Risk Taking and Decisionmaking: Foreign Military Intervention Decisions

Risk Taking and Decisionmaking: Foreign Military Intervention Decisions

Risk Taking and Decisionmaking: Foreign Military Intervention Decisions

Risk Taking and Decisionmaking: Foreign Military Intervention Decisions

Synopsis

Risks are an integral part of complex, high-stakes decisions, and decisionmakers are faced with the unavoidable tasks of assessing risks and forming risk preferences. This is true for all decision domains, including financial, environmental, and foreign policy domains, among others. How well decisionmakers deal with risk affects, to a considerable extent, the quality of their decisions. This book provides the most comprehensive analysis available of the elements that influence risk judgments and preferences.

The book has two dimensions: theoretical and comparative-historical. The study of risk-taking behavior has been dominated by the rational choice approach. Instead, the author adopts a socio-cognitive approach involving: a multivariate theory integrating contextual, cognitive, motivational, and personality factors that affect an individual decisionmaker's judgment and preferences; the social interaction and structural effects of the decisionmaking group and its organizational setting; and the role of cultural-societal values and norms that sanction or discourage risk-taking behavior.

The book's theoretical approach is applied and tested in five historical case studies of foreign military interventions. The richly detailed empirical data in the case studies make them, metaphorically speaking, an ideal laboratory for applying a process-tracing approach in studying judgment and decision processes at varying risk levels. The case studies analyzed are: U.S. interventions in Grenada in 1983 and Panama in 1989 (both low risk); Soviet intervention in Czechoslovakia in 1968 (moderate risk); U.S. intervention in Vietnam in 1964-68 (high risk); and Israel's intervention in Lebanon in1982-83 (high risk).

Excerpt

A few years ago an advertisement for Bankers Trust caught my attention. It warned: "Risk. You have to look at it even when you don't want to." I thought then, as I do now, that as obvious and banal as this advice was, decisionmakers, even astute ones, too often neglect to follow it. Decisionmakers, confronted with complex high-stakes problems, are faced with the tyranny of resultant risks, which are often difficult to identify and define with precision or anticipate with certainty. They find that the combined impacts of these objective difficulties in accurately perceiving and assessing potential risks, as well as the prospects of grave consequences from risky choices, make coping with risk a daunting task that they would rather avoid. Yet there is no escape. Coming to terms with and coping with risks are unavoidable features of effective decisionmaking and policy formulation.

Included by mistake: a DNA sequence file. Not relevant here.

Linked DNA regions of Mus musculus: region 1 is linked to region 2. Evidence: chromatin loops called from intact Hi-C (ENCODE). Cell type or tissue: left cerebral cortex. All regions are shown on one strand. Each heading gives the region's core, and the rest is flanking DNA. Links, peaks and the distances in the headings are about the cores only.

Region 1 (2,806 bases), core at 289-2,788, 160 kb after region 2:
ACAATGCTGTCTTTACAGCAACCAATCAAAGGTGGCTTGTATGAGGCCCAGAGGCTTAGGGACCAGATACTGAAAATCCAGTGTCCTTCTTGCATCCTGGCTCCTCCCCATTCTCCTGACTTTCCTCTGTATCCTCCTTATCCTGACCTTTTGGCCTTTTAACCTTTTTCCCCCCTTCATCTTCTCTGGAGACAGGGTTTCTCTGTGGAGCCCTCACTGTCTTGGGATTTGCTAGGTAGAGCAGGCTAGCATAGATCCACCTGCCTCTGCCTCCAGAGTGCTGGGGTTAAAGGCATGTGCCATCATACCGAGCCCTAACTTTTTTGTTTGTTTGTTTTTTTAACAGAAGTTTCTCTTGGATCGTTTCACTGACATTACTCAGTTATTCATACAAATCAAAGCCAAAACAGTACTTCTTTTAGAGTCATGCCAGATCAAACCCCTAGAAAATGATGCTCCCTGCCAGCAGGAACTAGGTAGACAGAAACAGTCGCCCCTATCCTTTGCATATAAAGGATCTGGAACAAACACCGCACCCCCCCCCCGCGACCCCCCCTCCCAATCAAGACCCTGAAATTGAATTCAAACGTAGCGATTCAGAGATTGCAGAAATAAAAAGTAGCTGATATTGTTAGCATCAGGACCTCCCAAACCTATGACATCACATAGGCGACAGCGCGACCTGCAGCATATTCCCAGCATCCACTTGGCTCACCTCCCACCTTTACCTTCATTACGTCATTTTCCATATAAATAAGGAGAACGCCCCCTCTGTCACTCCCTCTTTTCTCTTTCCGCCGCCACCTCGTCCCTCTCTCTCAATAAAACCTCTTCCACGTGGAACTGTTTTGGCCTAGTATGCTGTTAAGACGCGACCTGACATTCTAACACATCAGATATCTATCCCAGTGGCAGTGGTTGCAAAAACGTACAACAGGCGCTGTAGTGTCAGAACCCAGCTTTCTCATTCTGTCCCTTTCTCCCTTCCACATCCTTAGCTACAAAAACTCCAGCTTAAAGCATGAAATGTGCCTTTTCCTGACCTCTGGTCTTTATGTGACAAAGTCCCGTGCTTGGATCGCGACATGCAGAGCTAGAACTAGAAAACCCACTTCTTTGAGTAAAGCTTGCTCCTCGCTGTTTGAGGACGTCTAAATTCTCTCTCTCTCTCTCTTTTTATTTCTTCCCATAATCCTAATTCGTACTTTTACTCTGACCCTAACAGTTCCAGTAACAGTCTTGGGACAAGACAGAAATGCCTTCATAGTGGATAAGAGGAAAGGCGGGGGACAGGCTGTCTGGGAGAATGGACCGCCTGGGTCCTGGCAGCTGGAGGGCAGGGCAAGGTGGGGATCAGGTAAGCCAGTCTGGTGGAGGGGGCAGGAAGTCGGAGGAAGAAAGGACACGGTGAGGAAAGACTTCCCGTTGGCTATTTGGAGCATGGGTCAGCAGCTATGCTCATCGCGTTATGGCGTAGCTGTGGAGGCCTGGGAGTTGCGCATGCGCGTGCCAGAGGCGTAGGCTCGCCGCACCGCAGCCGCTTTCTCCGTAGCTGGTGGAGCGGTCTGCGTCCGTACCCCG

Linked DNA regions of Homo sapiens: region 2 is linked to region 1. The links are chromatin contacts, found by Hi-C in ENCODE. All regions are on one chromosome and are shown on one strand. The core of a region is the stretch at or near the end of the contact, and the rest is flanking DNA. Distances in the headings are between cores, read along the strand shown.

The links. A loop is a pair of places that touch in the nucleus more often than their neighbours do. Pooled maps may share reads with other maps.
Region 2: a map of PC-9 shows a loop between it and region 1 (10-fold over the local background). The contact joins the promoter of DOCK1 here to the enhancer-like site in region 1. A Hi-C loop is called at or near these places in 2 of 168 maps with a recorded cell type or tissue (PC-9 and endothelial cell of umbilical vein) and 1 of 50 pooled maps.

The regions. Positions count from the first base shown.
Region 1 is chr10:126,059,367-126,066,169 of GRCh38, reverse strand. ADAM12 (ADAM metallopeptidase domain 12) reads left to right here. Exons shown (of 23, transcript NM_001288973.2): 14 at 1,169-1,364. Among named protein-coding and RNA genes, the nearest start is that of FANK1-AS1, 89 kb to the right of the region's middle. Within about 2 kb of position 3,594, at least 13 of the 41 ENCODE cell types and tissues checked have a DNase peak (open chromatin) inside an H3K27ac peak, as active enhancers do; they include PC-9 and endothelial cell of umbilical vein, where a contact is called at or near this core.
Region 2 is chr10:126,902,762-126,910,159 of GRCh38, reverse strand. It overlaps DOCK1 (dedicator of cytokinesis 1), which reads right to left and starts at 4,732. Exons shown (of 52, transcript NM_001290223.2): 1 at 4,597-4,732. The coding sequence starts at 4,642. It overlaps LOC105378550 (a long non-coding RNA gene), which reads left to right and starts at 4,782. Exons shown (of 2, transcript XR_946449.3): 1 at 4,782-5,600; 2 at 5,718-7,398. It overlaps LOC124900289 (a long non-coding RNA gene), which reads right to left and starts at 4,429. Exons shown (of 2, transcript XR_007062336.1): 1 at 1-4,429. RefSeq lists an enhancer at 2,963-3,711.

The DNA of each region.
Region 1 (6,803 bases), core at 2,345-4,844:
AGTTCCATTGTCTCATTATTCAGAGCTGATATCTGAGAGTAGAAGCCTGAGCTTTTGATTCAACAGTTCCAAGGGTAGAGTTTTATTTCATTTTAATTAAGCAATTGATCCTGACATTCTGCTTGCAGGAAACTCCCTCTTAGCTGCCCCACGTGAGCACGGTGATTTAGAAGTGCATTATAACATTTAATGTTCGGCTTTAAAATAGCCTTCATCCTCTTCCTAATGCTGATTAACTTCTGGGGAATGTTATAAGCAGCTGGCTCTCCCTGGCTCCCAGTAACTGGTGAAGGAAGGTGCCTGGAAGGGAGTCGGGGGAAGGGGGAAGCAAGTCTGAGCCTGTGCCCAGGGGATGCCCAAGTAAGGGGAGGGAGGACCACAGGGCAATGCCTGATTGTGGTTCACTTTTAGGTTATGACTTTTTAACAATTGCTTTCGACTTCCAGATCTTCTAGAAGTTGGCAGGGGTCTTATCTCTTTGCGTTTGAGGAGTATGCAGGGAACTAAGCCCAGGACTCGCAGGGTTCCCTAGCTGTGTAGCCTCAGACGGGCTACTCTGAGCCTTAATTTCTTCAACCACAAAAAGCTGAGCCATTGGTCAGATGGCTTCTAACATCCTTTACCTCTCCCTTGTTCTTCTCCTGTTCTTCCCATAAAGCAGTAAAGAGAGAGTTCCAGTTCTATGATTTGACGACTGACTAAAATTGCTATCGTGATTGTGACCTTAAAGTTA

Risk is a generic problem in human affairs, and viewed strategically, the manner of coping with it is for the most part not domain specific but generalized across domains and issue-areas. Responses to risk are driven primarily not by the content of the problem (e.g., whether it is a problem concerning international security, a health hazard, financial investments) but by its structural attributes (e.g., the level of complexity, the degree of uncertainty and ambiguity, the time horizon for gains and losses) and the personal and social attributes of the decisionmakers (e.g., personality, group structure). Risk-taking behavior thus varies mainly as a function of changes in the defining attributes of the problem and the decisionmakers and relatively marginally with problem-domain changes. Because the essence of the risk problematique is shared across different decision domains, the study of risk and risk-taking behavior is, by implication, a field in which scholars from different disciplines should find common ground, share findings, and aim for cross- disciplinary fertilization through interdisciplinary research. At the same time, the high salience and policy relevance of the study of risk should provide an . . .

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